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University of Amsterdam (2019)

Funding choices and the agility of small-scale organizations in providing services to refugees in Lebanon : a study focusing on the micro-level

Anagnostou Aspasia

Titre : Funding choices and the agility of small-scale organizations in providing services to refugees in Lebanon : a study focusing on the micro-level

Auteur : Anagnostou Aspasia

Université de soutenance : University of Amsterdam

Grade : MSc International Development Studies 2019

Résumé
Lebanon hosts more than 1,5 million Syrians and approximately 230.000 Palestinians, assuming a great share of responsibility in responding to the needs and human rights of people fleeing war. The role of humanitarian organizations in addressing those peoples’ needs is extremely vital, especially considering the weak economic state of the country and its sensitive geopolitical position. This research explores the agility of small-scale humanitarian organizations in realizing their true mission vis-à-vis the funding choices they make. It aims to address a general lack of qualitative data incorporating feedback from small organizations providing services to refugee populations. The focus is centred upon the experiences of humanitarian staff that are engaged with raising funds for organizations. Semi-structured qualitative interviews and observations expose the coerciveness of the humanitarian apparatus, where it is not free choice that leads to funding modalities, but rather a coercion to adapt to limited opportunities. The general scarcity of funds for small-scale organizations and the superiority of TNGOs in procedures for partnerships hint to a challenging process of gathering funds for small-scale organizations. While in this reality the significance of private funds cannot be underestimated, this research proposes that to ensure the utmost agility for small-scale organizations, their humanitarian workers must be relieved as much as possible from the burden of claiming and managing funds through appropriate partnerships with TNGOs. The research supports that with the current funding mechanisms, small-scale organizations, which according to contemporary debates are the central agents of change, are overwhelmed with conflicting accountabilities towards donors and their beneficiaries.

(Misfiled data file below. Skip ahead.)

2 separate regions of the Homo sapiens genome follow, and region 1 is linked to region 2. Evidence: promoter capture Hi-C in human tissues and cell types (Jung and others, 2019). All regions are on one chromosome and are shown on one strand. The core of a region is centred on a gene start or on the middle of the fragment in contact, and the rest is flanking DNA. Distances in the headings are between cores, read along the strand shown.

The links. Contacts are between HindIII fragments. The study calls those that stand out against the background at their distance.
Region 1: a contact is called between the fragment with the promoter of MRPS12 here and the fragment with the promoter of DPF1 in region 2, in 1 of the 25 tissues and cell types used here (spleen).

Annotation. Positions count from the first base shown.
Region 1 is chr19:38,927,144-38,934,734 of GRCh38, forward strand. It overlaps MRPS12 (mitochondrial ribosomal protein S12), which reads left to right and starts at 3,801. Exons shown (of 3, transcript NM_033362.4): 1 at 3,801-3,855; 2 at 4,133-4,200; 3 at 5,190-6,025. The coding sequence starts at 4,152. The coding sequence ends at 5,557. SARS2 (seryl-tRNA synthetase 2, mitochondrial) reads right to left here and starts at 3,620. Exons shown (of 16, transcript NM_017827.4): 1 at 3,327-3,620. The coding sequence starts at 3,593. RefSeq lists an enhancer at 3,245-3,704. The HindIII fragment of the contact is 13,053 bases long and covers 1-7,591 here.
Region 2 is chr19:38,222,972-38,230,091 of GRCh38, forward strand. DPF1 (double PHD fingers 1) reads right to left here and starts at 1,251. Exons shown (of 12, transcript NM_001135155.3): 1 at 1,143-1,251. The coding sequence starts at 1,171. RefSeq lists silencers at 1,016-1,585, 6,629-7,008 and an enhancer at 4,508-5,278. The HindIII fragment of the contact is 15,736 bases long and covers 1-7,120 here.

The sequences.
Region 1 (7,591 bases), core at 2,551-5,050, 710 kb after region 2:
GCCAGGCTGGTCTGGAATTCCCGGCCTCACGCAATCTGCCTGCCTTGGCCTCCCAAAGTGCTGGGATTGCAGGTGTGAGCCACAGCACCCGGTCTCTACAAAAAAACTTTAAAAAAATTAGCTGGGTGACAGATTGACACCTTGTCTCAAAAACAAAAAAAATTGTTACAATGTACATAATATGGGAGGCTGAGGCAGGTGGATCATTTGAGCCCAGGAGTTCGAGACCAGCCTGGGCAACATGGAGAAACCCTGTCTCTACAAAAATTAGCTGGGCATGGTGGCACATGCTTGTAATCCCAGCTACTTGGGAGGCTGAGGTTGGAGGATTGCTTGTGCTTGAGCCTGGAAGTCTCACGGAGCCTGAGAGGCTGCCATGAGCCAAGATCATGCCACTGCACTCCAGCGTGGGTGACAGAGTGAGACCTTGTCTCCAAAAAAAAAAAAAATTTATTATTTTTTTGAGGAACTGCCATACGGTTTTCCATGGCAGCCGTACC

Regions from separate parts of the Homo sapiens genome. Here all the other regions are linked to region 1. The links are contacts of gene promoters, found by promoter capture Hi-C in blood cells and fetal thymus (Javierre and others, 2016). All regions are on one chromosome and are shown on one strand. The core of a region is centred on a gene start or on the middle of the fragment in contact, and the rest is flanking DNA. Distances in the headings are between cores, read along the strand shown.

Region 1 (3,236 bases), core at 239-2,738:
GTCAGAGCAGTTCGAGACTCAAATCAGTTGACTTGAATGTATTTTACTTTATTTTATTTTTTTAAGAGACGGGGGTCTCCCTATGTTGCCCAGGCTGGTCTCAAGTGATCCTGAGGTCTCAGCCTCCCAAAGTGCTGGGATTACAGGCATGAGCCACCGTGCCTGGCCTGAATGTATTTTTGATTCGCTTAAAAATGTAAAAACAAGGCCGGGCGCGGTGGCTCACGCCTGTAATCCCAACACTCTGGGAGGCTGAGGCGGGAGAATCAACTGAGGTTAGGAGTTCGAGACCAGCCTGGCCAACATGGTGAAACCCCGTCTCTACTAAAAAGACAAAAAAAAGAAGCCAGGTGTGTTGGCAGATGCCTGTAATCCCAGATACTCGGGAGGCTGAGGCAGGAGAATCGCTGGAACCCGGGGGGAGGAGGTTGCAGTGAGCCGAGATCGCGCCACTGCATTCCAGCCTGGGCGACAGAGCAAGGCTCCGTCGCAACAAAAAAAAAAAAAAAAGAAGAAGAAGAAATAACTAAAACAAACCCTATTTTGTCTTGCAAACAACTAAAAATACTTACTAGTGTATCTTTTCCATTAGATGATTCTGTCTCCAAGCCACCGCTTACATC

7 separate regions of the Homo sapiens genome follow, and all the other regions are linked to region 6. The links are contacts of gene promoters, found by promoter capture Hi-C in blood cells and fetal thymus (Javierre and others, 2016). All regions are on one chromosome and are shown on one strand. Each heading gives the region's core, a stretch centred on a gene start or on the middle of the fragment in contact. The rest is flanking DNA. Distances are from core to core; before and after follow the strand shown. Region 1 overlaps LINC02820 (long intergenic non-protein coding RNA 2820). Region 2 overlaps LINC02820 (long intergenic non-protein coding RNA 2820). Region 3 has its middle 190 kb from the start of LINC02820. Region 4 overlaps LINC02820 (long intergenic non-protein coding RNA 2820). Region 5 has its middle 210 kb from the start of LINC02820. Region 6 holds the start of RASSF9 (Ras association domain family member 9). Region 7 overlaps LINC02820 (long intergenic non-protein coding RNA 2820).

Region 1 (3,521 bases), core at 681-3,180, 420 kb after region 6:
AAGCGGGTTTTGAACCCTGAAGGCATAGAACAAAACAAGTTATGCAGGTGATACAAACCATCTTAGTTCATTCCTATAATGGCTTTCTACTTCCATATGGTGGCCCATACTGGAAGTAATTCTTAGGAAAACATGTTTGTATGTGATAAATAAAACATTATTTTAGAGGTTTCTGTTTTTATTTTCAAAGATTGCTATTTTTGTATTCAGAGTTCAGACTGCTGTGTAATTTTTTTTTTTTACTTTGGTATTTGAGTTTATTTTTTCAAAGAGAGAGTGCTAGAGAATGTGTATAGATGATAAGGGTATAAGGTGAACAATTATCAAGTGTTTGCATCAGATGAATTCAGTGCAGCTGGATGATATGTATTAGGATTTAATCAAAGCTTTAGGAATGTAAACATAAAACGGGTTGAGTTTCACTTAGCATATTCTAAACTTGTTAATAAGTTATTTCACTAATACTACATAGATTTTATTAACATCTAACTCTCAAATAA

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Page publiée le 13 avril 2021